Business succession planning

Dying, death and bereavement are uncomfortable subjects at any time. But in the wake of Dying Matters Awareness Week, which takes place every May, it is worth considering the legalities surrounding end-of-life preparation in regards to business planning and succession, particularly as the Government intends to review Deeds of Variation which allow a review of the provisions of a Will after death.


When planning for succession of a business or business interest on death, it is important to ensure that the legal structure of the business has been ascertained, and the governing documentation, such as the Memorandum and Articles of Association, Shareholders Agreement, Option Agreement or Partnership Agreement have been checked, as these will have an impact on the succession of business assets.


For example, the company Articles may include a provision that the remaining directors may refuse to register a share transfer. Partnership agreements usually provide that surviving partners have an option to purchase the deceased’s share of the business on an agreed basis of valuation, and it should be clear whether this is a date of death or historical accounts valuation. In the case of company shares, there may be pre-emption rights enabling other shareholders to purchase a deceased’s shareholding, again with a specific basis of valuation.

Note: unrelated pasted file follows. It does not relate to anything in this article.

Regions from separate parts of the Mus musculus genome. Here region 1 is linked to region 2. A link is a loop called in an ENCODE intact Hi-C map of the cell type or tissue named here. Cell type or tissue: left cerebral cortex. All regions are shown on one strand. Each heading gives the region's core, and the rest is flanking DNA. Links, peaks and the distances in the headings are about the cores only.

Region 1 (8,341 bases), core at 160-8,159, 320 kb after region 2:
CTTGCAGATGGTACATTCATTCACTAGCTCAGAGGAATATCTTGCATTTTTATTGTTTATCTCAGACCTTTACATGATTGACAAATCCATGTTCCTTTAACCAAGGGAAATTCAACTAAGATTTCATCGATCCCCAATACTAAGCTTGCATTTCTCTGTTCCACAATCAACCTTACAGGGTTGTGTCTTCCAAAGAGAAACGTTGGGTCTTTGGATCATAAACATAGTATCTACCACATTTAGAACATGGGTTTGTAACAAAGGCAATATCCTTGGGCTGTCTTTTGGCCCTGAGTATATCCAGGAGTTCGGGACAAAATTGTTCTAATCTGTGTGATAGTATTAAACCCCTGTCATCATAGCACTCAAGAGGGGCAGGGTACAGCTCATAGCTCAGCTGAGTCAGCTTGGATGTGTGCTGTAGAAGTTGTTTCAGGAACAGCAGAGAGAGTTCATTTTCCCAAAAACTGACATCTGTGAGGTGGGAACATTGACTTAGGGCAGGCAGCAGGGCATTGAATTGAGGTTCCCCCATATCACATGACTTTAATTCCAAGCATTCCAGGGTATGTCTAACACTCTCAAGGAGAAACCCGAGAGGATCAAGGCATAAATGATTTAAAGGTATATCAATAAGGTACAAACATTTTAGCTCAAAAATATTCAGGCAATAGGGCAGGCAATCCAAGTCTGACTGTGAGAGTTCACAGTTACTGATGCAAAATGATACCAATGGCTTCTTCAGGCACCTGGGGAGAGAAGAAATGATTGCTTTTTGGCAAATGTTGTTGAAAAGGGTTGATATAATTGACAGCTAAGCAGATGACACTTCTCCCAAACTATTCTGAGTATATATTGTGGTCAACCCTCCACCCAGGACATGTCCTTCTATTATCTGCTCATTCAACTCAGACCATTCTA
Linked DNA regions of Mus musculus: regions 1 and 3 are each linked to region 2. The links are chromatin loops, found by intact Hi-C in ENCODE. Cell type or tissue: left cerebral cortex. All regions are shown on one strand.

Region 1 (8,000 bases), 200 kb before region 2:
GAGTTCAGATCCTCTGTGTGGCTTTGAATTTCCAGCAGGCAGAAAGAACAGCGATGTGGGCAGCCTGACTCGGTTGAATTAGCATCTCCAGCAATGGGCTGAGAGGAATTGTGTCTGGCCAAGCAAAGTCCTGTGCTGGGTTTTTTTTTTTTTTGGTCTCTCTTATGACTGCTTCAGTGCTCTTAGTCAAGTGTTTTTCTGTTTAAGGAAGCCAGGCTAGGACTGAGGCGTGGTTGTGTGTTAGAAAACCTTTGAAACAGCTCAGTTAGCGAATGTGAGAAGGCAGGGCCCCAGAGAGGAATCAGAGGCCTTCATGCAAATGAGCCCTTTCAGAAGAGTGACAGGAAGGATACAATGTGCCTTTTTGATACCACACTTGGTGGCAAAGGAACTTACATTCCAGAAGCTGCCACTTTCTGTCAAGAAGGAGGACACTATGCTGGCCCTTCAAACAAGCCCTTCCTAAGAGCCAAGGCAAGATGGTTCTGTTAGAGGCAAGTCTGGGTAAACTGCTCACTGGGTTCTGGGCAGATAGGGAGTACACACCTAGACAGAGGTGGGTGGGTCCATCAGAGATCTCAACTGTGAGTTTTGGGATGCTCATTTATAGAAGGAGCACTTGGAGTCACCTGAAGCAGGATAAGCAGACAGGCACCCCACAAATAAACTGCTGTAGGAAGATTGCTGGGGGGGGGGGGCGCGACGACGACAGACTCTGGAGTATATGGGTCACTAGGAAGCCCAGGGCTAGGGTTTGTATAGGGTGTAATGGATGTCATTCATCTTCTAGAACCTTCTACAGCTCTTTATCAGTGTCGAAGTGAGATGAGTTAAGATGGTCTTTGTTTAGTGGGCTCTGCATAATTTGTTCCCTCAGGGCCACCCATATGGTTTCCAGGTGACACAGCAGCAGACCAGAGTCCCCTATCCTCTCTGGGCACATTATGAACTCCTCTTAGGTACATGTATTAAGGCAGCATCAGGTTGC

Cross-option agreements are common, whereby a shareholder can take out life insurance on his/her life written in trust for other shareholders, with an option for the shareholders to purchase the shareholding on death from the estate using the policy proceeds. There should be no agreement to ‘buy and sell’ a deceased’s shares or partnership interest on death, as business property relief from inheritance tax could be lost. Business property relief can relieve the tax on the business or business assets at 100% or 50%. For example, a property held outside of a partnership and used in the business may attract relief at 50%, but if moved into the business could attract 100% relief. Excessive rental income and non-trading activity, or cash reserves within a business may also threaten the relief. Again, care must be taken to obtain specialist advice on succession planning as otherwise the relief from inheritance tax may not be maximised.


Finally, ensure that there are Lasting Powers of Attorney for Property and Affairs in place in case of physical frailty or loss of mental capacity that can enable a trusted individual to step in if required. Also, ensure that the Will is drafted by a specialist who has experience in maximising available reliefs and minimising inheritance tax.


Mogers Drewett’s Private Client Team has particular expertise in assisting with planning for succession of businesses or business interests on death, and has been awarded the prestigious Law Society quality accreditation in Wills and Inheritance for the second year. To achieve this accreditation the team of 20, based at the firm’s offices in Bath, Wells, Sherborne and Frome Agricultural Market, has demonstrated compliance with Law Society quality protocols and procedures, and has demonstrated high standards of client advice and service to achieve the WIQS accreditation.


The demise of a business partner is almost always an inevitability, but through proper planning the sad loss of a partner need not create additional problems for remaining partners or the business.

Mogers Drewett

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